For the first time, a respiratory syncytial virus (RSV) vaccination appears ready to aid thousands of people. It’s been decades in the making, but on May 3 the US Food and Drug Administration (FDA) approved the vaccine for use in adults over the age of 60.
Availability of the Vaccine
The vaccine would be accessible at US pharmacies and clinics by the fall if it were to be approved by the US Centres for Disease Control and Prevention, which might happen by June. Respiratory Syncytial Virus often doesn’t cause much more harm than a cold, but it can be fatal for elderly people, especially those with underlying medical issues.
RSV kills over 14,000 seniors over the age of 65 annually in the US alone, and tens of thousands more are hospitalized. If the virus spreads, young children are also at risk. In the US, severe infections are thought to be the cause of 100 to 500 baby fatalities annually; however, the number is significantly greater in underdeveloped nations.
Why RSV Vaccine?
It is a significant health issue, which is why efforts to develop a Respiratory Syncytial Virus vaccine have lasted for decades without bearing fruit. The pharmaceutical company GSK’s Arexvy vaccine offers a defense against RSV-induced lower respiratory tract illness (LRTD).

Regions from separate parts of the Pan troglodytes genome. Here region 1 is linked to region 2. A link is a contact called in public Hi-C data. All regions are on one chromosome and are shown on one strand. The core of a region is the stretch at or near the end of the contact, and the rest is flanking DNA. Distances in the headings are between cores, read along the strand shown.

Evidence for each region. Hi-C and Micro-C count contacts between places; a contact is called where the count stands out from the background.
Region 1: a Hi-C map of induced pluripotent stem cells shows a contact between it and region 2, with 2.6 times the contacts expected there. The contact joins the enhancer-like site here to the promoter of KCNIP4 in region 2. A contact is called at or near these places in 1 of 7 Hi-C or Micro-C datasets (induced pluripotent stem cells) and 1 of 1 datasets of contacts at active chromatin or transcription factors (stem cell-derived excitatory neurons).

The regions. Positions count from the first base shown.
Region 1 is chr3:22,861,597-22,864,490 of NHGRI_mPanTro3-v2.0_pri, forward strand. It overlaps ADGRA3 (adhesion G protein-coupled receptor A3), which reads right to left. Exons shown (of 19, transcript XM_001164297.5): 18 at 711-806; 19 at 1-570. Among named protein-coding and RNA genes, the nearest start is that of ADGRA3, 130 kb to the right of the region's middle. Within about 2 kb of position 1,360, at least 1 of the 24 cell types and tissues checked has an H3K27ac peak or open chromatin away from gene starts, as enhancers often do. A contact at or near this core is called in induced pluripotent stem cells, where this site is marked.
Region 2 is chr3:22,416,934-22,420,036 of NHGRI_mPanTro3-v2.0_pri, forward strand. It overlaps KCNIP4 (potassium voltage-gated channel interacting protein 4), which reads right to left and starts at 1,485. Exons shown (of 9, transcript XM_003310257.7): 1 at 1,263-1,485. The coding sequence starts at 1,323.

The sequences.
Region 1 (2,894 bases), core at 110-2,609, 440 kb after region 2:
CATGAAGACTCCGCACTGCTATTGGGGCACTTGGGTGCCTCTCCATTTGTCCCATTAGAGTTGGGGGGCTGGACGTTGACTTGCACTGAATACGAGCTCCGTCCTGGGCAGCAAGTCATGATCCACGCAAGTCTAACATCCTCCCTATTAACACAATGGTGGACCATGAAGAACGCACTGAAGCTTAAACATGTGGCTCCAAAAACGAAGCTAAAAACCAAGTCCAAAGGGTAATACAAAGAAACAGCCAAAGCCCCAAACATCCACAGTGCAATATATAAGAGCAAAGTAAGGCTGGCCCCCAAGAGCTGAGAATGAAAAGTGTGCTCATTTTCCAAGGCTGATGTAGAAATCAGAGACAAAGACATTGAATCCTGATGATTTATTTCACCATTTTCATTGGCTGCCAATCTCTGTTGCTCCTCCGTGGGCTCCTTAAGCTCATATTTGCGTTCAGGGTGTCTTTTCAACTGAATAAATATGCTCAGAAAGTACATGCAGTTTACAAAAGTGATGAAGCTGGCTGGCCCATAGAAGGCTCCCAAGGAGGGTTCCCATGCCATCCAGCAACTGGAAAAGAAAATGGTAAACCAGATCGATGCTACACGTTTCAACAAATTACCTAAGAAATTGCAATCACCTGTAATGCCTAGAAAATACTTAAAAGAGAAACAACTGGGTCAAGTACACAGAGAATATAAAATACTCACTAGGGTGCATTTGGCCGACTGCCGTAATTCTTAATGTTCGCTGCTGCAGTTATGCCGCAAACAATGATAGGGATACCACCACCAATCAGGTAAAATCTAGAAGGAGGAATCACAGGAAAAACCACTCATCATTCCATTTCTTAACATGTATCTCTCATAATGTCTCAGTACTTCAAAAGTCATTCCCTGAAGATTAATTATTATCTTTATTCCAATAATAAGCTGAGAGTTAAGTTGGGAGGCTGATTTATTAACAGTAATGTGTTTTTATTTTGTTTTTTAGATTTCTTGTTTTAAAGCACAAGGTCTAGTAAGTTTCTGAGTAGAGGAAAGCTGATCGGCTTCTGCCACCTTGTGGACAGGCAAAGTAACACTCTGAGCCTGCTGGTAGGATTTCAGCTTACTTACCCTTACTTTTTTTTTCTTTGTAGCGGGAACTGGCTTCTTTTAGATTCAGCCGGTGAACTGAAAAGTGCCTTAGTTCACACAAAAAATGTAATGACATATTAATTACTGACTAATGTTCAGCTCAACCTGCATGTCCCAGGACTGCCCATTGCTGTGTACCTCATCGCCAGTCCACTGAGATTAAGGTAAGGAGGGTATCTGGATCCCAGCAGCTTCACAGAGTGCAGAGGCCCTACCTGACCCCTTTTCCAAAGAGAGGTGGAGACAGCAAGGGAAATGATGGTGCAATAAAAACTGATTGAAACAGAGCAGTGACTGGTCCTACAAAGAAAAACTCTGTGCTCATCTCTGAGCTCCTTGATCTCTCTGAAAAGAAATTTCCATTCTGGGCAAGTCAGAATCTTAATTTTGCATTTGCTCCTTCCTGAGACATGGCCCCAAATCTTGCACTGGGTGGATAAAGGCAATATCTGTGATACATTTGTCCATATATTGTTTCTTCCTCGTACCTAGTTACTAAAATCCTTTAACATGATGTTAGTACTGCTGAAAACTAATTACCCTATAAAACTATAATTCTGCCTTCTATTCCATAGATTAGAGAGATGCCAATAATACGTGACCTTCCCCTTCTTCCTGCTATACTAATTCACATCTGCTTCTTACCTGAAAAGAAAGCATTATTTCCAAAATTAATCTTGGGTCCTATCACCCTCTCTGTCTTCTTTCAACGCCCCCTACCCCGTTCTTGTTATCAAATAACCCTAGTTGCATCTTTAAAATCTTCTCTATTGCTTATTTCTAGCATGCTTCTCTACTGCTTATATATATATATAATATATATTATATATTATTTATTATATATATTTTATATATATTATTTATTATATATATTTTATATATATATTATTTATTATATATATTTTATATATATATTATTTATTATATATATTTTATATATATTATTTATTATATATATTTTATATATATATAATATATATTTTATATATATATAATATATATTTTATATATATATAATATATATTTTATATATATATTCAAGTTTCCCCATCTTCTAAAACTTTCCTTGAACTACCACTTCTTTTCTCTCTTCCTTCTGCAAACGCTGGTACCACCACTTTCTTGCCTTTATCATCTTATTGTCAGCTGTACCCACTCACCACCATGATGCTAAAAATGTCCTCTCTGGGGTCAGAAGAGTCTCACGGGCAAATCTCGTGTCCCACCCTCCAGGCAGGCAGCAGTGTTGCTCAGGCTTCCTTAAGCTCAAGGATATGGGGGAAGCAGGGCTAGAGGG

Tony Wood, the Chief Scientific Officer at GSK in the UK, declares that “today marks a turning point in our effort to reduce the significant burden of RSV.” “Our current priorities are to advance regulatory review in other nations while ensuring that eligible older adults in the US can access the vaccine as soon as possible.”
The ability to produce antibodies from a more in-depth analysis of the protein that RSV employs to merge with and infect cells propelled the development of the vaccine. In recent years, COVID vaccines have also been developed using a similar methodology. After a nearly 25,000-person experiment in which half of the subjects received Arexvy and the other half received placebos, the vaccine was approved.